Usability review: The page is available in Spanish. With a browser translation extension, you can get the page translated into English. No search functionality exists. You can either scroll the list of notes or select a year. The information notes are not limited to safety messages, but may range to AEMS info bulletins too. The files attached to the notes, e.g. FSNs, can be downloaded.

Sweden

Access Läkemedelsverket database here.

How to use the database: To search for safety news, enter a keyword, and/or select medical devices, safety news from Läkemedelsverket, safety news from manufacturer, and/or publication date.

Usability review: The page is available in Swedish. With a browser translation extension, you can get the page translated into English. You can make use of a few search and sorting options (relevance, date and title). The FSNs are downloadable.

Switzerland

Access Swissmedic database here.

How to use the database: You can look up FSNs by typing in a keyword, and/or selecting a publication date.

Usability review: The page is available in English, German, French and Italian. In addition to search functionality, you can sort the results by publication date or reference, select either a descending or ascending direction and narrow down the search to updates only. The search results can be exported, and the link of the current search can be copied and shared. You can download the FSNs, which may be available in 1-4 languages depending on the case.

UK

Access MHRA database here.

How to use the database: Enter keyword, and/or select message type, medical specialty and/or issued to search for FSNs, national patient safety alerts, device safety information and/or medicine recalls.

Usability review: The page is available in English. The search functionality is limited. You can download documents attached to the safety communication, such as the FSNs.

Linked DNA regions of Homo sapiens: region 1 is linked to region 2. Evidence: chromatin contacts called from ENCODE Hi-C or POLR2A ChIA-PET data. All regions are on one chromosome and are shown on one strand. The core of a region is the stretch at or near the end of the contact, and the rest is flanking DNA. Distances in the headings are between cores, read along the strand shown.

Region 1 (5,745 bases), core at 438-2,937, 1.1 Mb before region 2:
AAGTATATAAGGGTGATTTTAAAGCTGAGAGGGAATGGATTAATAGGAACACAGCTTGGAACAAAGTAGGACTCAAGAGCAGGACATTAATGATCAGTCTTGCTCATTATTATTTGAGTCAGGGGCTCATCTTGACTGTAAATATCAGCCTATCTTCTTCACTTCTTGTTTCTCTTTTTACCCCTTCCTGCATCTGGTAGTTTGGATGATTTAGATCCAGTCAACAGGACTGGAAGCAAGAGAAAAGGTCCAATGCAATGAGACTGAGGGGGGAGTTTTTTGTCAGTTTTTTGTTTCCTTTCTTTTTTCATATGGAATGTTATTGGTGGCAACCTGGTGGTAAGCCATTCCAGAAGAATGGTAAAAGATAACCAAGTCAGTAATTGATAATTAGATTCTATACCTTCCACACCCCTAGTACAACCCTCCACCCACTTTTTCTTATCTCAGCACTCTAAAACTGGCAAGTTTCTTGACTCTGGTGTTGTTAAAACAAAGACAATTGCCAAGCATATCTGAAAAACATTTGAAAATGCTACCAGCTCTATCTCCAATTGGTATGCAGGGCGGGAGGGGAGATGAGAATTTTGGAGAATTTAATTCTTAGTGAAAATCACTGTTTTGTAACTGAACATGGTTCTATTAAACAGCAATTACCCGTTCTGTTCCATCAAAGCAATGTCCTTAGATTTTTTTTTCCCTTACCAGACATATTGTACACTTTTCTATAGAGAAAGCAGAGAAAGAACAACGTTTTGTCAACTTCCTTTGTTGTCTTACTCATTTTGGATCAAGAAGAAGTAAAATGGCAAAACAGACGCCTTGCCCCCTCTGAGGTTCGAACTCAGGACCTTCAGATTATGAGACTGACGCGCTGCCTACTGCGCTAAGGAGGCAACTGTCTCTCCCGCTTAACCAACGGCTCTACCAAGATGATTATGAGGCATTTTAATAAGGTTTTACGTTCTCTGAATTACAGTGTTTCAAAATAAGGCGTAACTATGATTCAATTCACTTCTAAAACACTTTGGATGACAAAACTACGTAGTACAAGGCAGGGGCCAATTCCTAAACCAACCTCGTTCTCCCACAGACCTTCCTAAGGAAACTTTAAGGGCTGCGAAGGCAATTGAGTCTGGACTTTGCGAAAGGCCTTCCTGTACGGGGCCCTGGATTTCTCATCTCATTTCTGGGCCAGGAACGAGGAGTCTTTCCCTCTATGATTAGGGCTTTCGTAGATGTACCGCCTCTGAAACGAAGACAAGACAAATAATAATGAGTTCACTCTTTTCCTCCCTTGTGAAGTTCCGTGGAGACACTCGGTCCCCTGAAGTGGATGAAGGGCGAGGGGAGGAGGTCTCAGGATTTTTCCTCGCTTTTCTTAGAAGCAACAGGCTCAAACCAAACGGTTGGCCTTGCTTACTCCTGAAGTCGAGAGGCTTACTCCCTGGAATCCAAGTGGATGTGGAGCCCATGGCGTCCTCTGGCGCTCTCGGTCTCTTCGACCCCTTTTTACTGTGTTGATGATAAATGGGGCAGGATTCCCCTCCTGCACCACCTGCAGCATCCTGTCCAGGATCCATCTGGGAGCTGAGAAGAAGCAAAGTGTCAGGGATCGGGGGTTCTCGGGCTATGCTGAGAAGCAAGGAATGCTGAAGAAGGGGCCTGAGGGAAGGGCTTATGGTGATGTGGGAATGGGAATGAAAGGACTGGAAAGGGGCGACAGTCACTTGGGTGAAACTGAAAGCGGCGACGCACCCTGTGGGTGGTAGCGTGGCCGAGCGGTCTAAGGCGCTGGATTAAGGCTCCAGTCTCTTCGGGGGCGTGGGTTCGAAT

Despite Eudamed delays, you can still search for and find medical device vigilance data in Europe. Just take advantage of the country-specific databases!

Have you used any of the databases listed above? If you have, please let me know in the comments. I’m interested to read about your experiences.

And if you have any questions or concerns about Eudamed, vigilance data or anything else in the MDR scope, you’re welcome to send me a message.

I’m always happy to listen to what’s on your mind and help you take the next step.

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2 kommenttia artikkeliin ”Where to find medical device vigilance data in Europe while Eudamed is not fully functional? Check out these 16 European databases (Update 2024)”

  1. Hi Tiina,
    Thank you for making this very useful blog. I know everyone is excited for EUDMAED to be released and functional, but do you happen to know why competent authorities in EUROPE hasn’t made their FSN’s and recalls more accessible and searchable akin to the US effort more than a decade ago? I am really curious to know what are your thoughts? Is this just a matter of not investing in IT resources? It seems to be a bit strange that not a single one of them have something searchable as easy as the FDA database.
    many thanks
    Ranj

    Vastaa
    • Hi Ranj, happy to hear you’ve found the blog useful. Eudamed is definitely intended to close the gap in having a centralised medical device vigilance database in the Union market. As to why there hasn’t been anything like Eudamed before, I think it comes down to different regulatory frameworks, and the national interests and varying resources of each Union member state.

      Now that you brought up the FDA database, I’m curious to hear what you see as its pros and cons. In your opinion, what can FDA Maude teach Eudamed?